SparkFun will be closing today at 12pm MT for a company outing. All orders placed before 2pm MT will still ship out same-day. Thanks!
Track My Order
Frequently Asked Questions
International Shipping Info
Mon-Fri, 9am to 12pm and
1pm to 5pm U.S. Mountain Time:
Chat With Us
December 30, 2012
about a year ago
I was wondering if this could be used to short out a portion of the resistance track in a potentiometer? For example, guitar volume pedal pots only move about ¼ turn. They can rotate over the full range, but when installed in the volume pedal, the linkage only moves it about 90 degrees. So they make these special pots, which are expensive and hard to find and take a long time to get. The resistance track is only over that ¼ turn, and then the rest of the way around is close to a short. Obviously you have to pry the back cover off to see all this. So I’m wondering if I good use this pen on say a 1Meg linear pot, and draw over ¾ of the turn (OK a little less, since it’s not 360 degrees), and end up with one of these special pots?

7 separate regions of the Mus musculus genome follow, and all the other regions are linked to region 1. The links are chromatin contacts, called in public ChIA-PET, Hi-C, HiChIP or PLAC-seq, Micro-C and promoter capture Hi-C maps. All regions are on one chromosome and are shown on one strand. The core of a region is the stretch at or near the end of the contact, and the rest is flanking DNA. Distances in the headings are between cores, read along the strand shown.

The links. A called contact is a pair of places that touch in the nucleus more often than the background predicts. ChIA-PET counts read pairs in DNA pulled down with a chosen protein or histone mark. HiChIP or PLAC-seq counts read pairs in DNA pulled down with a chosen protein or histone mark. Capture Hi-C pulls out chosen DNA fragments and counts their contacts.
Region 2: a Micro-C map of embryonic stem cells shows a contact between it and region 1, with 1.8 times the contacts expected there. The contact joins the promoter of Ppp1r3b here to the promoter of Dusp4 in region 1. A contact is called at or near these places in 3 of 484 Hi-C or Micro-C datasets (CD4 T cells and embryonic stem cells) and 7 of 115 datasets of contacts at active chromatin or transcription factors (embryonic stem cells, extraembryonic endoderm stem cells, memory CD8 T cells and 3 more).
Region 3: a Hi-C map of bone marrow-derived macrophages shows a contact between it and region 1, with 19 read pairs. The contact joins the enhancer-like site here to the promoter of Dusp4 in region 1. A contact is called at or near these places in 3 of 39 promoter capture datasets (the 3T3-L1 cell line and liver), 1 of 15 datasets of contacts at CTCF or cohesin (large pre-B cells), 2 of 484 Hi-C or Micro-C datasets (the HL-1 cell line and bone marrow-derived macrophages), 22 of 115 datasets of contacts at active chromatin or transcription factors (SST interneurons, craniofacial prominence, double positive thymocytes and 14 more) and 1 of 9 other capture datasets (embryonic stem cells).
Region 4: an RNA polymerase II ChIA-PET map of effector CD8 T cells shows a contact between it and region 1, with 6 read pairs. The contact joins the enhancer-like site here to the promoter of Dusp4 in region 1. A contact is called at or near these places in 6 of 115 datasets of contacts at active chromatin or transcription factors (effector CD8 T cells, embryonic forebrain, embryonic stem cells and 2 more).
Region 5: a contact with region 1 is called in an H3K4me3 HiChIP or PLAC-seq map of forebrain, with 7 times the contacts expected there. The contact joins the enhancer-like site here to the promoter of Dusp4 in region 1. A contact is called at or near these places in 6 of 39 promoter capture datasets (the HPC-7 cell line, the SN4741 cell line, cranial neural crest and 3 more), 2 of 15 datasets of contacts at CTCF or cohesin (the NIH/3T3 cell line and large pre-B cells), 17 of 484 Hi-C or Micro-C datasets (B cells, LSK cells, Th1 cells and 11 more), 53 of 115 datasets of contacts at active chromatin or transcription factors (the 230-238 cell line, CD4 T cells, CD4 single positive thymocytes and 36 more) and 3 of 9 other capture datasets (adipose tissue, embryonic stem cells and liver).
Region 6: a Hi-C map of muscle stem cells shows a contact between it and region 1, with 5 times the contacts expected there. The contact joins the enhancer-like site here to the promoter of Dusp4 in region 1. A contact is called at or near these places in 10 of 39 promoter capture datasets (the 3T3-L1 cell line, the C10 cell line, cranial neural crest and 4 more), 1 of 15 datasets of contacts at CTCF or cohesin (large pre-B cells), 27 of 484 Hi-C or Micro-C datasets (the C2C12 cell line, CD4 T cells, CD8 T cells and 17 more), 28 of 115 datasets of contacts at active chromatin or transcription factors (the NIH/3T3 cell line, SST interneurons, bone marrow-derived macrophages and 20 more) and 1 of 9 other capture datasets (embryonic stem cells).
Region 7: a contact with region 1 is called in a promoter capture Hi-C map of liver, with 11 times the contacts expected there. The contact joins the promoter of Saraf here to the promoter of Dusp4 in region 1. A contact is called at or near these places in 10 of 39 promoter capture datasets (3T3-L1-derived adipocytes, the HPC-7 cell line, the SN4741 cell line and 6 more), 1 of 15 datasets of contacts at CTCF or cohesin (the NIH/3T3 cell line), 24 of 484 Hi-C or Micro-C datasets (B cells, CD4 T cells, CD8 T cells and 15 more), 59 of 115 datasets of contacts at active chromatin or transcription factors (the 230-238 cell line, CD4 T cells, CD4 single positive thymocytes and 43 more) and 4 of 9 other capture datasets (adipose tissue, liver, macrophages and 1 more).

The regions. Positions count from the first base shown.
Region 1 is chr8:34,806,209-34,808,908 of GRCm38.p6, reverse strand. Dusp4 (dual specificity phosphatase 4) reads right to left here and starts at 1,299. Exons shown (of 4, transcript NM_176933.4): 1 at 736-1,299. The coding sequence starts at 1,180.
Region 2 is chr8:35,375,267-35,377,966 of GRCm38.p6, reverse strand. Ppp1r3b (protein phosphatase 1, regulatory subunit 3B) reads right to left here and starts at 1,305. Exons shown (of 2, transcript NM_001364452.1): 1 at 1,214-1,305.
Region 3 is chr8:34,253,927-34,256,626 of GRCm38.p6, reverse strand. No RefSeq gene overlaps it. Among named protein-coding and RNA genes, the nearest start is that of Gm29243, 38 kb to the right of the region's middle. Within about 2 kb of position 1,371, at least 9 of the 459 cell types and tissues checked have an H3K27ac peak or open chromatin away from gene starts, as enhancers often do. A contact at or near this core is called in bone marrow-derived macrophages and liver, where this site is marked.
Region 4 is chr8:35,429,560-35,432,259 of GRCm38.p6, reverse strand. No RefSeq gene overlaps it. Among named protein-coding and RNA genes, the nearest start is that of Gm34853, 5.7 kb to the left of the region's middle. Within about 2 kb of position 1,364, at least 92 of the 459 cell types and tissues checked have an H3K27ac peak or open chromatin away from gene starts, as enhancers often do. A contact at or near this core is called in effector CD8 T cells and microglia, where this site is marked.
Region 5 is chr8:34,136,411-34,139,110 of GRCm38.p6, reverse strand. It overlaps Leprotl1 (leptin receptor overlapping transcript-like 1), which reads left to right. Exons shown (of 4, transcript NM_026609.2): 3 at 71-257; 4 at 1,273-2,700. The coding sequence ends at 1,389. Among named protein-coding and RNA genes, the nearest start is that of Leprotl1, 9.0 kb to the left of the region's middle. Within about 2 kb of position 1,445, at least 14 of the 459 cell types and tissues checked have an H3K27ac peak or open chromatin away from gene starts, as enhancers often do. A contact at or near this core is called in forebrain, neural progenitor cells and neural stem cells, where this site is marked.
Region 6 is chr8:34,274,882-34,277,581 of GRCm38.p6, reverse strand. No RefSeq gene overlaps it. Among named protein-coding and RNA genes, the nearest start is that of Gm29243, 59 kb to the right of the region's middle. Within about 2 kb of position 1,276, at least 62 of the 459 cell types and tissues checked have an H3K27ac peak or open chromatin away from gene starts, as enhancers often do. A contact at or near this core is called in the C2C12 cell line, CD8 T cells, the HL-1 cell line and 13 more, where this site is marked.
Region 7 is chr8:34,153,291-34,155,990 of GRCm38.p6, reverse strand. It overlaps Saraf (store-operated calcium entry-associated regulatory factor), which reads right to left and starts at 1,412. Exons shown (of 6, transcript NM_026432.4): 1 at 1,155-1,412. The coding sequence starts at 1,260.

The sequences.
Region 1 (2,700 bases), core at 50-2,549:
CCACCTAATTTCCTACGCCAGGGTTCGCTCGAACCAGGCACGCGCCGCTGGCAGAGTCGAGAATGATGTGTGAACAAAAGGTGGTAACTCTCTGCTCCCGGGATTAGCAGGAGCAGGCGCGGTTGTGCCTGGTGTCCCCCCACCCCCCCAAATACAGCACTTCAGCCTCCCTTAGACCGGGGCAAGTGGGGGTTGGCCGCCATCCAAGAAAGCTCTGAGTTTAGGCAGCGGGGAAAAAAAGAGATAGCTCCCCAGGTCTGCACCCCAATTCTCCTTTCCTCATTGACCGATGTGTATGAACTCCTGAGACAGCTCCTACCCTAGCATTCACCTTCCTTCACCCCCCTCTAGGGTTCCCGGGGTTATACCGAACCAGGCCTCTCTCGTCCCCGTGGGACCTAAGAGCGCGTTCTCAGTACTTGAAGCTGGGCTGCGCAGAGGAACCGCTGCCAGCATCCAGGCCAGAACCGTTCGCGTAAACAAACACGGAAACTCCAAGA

Hope this makes sense, thanks in advance for your thoughts
about 2 years ago
The video above uses +5V for the high current source. But what if you need to switch 12V, or even higher? So I shot a second video that shows how to use a simple NPN transistor to drive the Gate, allowing the Source voltage to be much higher than the +5V, or +3.3V
P-Channel MOSFET with logic level Gate is a great way to really beef up a digital output, to do some serious power switching. Thanks to the tiny Rdson, the heatsink is often optional. I did a YouTube video about using P-channel MOSFETs with Arduino, showing and discussing switching speed versus gate drive current, and comparison to (more or less) equivalent transistor circuit.
Coincidentally, I was using this same part, Fairchild NDP6020P.
No public wish lists :(
Forgot your password?
No account? Register one!